“It’s great fun being involved in racehorse ownership, be it at a high level or having just a small percentage in a cheaper horse, and I’ve got no doubt there will be countless success stories emerge from this Gold Sale catalogue in years to come.”

Leanne Smith & the Bucklee Farm team at Inglis' Oaklands Junction sales complex

The 2021 edition of the Inglis Melbourne Gold Sale is on this weekend and the boutique Bucklee Farm will again showcase a cracking draft for buyers. Proving they can hold their own against the industry’s bigger players, the Farm has featured in the Top 4 Vendors by Aggregate for the past 5 years, and the team is quietly confident of reaching those heights again.

“We love this sale,” said Bucklee Farm’s principal Leeanne Smith.

“We work hard all year round to continually present well-respected drafts and I’m very lucky that I have a lot of clientele that specifically come to the Sales to visit our drafts.”

Based in Greta West, on the outskirts of Wangaratta, and with a lifetime of experience in the industry, Leeanne will again provide a good cross selection of bloodstock, with a yearling in her 21-strong draft to suit all buyers across the spectrum. All but 4 in the draft are Super VOBIS nominated.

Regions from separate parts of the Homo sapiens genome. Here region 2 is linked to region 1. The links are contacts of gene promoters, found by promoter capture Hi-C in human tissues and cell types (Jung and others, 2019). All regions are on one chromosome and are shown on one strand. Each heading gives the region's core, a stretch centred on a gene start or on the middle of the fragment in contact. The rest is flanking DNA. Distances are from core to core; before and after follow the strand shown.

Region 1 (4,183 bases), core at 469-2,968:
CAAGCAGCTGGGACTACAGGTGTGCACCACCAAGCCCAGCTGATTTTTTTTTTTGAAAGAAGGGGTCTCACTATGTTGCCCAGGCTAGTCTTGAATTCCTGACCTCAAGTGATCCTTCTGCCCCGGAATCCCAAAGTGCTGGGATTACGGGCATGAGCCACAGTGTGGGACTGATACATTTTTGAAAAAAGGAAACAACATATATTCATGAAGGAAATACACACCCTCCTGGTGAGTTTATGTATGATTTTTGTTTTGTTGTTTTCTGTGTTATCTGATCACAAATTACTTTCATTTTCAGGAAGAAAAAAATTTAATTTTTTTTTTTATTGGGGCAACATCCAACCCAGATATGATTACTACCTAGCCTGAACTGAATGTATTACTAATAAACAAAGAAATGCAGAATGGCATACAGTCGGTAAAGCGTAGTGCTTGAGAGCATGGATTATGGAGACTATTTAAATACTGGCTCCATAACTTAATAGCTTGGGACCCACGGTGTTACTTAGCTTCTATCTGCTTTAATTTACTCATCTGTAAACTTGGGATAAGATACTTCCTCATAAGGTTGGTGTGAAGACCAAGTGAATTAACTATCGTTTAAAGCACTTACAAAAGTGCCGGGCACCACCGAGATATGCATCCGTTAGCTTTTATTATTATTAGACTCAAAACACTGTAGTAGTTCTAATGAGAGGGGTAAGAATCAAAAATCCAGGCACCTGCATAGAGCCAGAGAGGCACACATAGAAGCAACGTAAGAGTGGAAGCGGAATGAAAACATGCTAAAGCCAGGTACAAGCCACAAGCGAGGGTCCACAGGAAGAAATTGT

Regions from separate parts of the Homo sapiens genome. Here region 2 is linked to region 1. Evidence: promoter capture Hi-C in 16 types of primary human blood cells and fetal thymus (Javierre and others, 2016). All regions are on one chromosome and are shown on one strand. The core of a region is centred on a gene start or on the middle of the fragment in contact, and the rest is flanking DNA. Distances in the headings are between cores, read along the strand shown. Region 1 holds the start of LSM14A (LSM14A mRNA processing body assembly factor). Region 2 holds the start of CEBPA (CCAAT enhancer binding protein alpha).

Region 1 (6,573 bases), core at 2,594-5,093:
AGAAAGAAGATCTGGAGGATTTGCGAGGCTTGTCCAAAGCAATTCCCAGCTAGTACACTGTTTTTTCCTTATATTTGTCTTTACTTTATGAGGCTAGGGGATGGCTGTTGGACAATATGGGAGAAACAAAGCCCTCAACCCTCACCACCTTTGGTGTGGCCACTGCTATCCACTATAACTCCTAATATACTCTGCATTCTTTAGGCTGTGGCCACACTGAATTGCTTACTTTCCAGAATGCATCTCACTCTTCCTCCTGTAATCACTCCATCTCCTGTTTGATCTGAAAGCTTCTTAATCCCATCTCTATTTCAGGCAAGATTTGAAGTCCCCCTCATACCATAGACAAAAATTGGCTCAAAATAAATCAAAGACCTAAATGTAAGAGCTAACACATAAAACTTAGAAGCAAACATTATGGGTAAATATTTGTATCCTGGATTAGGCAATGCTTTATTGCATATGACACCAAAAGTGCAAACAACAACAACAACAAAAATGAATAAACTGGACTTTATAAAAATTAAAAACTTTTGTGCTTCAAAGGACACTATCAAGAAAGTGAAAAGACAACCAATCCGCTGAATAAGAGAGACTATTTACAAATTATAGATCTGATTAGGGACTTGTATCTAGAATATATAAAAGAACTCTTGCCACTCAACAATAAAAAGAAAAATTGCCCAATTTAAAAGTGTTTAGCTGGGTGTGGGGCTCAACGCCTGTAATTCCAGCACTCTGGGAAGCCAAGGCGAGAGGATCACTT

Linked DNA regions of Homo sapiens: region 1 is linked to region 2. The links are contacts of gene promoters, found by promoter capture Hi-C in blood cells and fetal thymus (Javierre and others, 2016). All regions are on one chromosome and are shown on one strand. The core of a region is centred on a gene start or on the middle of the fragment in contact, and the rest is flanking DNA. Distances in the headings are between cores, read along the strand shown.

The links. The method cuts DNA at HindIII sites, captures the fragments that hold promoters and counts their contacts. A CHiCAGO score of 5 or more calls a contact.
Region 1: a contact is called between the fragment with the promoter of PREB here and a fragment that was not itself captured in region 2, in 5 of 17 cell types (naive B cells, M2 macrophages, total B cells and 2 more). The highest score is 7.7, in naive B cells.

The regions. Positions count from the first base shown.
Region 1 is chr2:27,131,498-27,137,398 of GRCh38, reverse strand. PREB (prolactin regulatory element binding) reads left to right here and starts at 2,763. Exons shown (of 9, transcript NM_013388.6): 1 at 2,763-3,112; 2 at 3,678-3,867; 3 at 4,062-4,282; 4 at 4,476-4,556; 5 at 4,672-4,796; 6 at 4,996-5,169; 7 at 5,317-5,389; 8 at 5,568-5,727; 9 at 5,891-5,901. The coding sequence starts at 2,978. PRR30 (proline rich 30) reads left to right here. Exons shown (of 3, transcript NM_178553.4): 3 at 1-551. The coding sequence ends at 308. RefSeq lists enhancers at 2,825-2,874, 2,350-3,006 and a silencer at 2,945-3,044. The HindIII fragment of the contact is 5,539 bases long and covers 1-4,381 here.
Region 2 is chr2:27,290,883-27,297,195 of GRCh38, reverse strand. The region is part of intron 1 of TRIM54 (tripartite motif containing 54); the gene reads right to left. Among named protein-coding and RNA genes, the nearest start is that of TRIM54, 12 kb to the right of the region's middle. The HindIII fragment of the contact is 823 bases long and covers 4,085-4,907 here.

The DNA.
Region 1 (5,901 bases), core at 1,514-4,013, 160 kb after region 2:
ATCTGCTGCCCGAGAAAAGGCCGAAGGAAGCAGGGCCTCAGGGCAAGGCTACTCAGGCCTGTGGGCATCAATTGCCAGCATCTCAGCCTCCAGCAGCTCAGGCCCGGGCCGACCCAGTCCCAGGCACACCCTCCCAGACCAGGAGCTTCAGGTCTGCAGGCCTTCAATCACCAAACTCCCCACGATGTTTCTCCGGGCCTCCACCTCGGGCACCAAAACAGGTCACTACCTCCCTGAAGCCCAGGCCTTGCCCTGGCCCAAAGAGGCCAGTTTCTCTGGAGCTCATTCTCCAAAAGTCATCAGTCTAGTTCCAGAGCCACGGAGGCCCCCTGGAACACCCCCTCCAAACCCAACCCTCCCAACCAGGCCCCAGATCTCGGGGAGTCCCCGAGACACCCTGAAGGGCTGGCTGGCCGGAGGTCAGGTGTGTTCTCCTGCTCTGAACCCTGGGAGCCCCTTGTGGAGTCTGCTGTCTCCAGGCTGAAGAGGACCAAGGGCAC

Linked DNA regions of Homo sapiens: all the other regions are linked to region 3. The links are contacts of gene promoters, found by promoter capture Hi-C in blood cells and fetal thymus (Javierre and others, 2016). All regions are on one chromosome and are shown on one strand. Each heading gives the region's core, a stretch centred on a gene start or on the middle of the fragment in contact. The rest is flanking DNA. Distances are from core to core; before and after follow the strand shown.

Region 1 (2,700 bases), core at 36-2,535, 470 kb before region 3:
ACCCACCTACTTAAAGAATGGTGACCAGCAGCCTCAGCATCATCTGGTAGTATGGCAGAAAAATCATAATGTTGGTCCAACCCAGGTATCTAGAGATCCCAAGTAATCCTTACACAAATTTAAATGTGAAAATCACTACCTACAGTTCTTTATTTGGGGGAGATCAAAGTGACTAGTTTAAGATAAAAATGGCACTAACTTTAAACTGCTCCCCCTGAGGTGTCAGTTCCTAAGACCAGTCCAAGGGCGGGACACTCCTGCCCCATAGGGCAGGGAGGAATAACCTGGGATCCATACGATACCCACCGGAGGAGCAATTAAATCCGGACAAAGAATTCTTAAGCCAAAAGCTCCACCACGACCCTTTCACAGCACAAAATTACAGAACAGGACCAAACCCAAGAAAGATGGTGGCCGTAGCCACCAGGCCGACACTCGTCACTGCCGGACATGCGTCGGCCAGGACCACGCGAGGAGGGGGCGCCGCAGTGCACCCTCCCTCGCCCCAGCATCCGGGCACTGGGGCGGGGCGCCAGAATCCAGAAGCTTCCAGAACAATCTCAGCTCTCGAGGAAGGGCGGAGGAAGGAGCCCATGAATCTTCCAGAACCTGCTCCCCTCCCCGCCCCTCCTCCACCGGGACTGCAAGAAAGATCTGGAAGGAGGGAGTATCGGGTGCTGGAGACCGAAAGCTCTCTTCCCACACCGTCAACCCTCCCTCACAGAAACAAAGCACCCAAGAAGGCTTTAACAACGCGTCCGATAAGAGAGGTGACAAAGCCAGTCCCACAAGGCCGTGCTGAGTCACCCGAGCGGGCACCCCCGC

Kicking off for the farm will be the first of two Manhattan Rain progeny, Lot 2. A precocious colt out of Pangani (Pins), he is built in the same neat and compact frame as his grandam, Champion New Zealand 2YO Flying Babe.

The second Manhattan Rain is another neat type, a filly out Nicodora (Lot 328), the half-sister of Group 1 winner Nicconi. Nicodora is the dam of 3 foals to race for 2 winners.

Lot 11, Bel Esprit x Princess Of Exile filly, is from a family of winners including Group 1 Newmarket Hcp winner, The Quarterback. A nice scopey yearling, she covers good ground when walking.

Lot 30 is a good bodied Smart Missile colt with a strong hindquarter. Out of dam Salonika, he is bred on the highly successful Fastnet Rock – Galileo cross.

From a lovely family that includes Lucky Diva and Spirit Of Westbury, Lot 60 (Turffontein x Streghetta) is a precocious colt. He is nicely balanced with a great girth and shoulder.

Bucklee Farm’s other Turffontein is (Lot 129) is a nice mature yearling filly that looks to be an early runner. Out of the Fusaichi Pegasus mare Belisarda, she has a strong back-end and is a great walking filly.